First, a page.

On Tuesday, October 4 at 19:30 GMT
Brazilians entered a new phase of a tense presidential campaign this week as the two frontrunner candidates failed to secure an outright win.
Incumbent President Jair Bolsonaro outperformed polling, which for months had put former President Luiz Inácio Lula da Silva ahead with an expected decisive lead. Although da Silva came in first with 48 per cent of the vote, he did not receive the necessary 50 per cent required to win. The next and final vote is set to be held on October 30.
As the largest democracy in the region, and the fourth largest in the world, the election is being keenly observed globally and is considered one of the most important elections in the country’s recent history. The two candidates stand in stark contrast to one another. Bolsonaro is viewed as a populist far-right politician who supporters admire for his conservative values but detractors blame for social and economic turmoil. Da Silva is viewed by supporters as a progressive who could return the country to its once admired global stature and economic growth, but who critics view as corrupt.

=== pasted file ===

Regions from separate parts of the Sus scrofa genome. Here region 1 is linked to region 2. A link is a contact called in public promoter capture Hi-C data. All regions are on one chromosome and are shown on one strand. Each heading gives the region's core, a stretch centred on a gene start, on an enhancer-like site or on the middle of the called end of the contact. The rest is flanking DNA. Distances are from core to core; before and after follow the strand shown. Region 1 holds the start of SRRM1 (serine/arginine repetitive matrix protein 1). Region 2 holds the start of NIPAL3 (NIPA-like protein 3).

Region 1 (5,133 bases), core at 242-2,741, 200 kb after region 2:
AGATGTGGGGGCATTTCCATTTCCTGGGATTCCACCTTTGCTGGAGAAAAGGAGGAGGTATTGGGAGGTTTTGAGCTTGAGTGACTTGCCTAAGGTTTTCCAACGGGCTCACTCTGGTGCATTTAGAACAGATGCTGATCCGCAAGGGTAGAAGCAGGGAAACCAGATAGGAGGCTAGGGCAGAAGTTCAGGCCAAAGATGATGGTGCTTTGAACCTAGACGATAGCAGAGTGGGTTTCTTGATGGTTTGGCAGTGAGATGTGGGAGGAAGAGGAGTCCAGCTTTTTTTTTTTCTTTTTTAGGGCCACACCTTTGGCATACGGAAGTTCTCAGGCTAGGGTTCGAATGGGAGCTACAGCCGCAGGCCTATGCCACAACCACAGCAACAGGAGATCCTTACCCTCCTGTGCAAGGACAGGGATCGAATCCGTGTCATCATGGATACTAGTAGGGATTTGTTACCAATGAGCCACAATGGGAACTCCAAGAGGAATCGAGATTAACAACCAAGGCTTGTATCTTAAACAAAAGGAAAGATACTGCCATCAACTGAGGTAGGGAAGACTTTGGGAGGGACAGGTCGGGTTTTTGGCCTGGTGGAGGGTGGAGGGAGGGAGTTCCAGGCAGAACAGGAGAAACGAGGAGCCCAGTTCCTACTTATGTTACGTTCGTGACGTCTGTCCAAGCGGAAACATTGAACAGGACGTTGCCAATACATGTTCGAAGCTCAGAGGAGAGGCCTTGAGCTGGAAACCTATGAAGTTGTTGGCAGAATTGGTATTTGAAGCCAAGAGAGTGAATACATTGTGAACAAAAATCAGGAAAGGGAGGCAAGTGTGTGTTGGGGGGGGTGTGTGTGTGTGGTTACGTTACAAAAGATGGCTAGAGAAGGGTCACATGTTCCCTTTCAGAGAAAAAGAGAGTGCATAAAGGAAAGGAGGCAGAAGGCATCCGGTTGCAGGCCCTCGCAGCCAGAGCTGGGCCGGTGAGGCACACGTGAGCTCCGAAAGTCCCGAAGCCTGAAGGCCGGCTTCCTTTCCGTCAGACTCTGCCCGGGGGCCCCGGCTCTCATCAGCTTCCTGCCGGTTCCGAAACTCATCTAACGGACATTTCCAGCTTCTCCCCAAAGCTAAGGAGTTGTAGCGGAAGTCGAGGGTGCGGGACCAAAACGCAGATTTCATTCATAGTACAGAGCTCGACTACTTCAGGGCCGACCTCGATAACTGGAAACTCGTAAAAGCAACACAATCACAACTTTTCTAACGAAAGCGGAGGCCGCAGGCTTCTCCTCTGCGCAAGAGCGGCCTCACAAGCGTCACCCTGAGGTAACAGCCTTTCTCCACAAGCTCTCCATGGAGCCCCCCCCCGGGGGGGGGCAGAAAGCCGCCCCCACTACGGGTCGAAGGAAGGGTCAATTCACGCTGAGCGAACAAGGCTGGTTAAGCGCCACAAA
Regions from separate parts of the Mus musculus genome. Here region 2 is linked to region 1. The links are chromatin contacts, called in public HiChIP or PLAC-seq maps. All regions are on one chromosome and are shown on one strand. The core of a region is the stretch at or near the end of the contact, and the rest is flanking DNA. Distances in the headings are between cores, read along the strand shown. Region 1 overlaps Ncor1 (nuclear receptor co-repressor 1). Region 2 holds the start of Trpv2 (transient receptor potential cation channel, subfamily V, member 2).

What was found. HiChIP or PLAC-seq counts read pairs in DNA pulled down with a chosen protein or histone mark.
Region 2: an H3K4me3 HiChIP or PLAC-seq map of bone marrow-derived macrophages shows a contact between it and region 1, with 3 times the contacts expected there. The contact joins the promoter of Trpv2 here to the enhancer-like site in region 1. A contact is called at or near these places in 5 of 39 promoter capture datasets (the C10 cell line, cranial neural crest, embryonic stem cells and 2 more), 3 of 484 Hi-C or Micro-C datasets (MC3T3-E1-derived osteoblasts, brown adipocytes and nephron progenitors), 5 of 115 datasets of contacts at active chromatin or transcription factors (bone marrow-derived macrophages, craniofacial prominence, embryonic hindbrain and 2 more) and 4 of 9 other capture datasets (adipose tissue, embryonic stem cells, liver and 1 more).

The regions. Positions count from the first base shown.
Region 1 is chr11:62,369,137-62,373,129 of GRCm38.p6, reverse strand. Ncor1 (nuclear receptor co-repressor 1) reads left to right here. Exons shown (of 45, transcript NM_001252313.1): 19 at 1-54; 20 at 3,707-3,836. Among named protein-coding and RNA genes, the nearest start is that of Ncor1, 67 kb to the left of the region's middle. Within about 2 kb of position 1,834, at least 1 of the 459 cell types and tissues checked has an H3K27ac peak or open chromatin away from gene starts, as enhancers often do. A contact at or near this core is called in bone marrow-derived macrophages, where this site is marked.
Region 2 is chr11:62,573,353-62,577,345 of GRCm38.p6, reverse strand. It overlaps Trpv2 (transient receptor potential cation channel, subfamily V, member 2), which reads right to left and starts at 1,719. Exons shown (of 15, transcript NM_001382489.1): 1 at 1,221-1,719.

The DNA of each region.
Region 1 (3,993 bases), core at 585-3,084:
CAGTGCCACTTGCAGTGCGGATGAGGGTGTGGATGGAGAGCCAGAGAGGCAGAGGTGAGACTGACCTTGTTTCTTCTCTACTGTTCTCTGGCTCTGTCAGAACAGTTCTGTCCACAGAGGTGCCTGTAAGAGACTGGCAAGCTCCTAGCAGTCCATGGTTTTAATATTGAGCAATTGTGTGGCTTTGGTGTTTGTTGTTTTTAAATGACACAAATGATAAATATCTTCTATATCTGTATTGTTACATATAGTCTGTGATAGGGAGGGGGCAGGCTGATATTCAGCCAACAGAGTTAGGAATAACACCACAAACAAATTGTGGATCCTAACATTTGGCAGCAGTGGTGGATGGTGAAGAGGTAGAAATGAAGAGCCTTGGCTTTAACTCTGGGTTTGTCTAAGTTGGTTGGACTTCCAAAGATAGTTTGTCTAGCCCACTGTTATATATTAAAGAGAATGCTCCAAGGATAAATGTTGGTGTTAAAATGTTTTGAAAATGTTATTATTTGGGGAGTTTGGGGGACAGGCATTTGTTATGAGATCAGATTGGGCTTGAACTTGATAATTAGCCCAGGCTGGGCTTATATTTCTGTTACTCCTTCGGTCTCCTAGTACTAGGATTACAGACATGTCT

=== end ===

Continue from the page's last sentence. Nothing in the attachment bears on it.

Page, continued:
As the run-off campaign gets underway, fears of deepening polarization and continued violence mount. Some election watchers fear Bolsonaro’s continued efforts to undermine election security could give way to a crisis similar to that seen at the US capitol on January 6, 2021.
On this episode of The Stream we discuss what to expect during Brazil’s runoff campaign and what this new phase of the election means for Brazilians.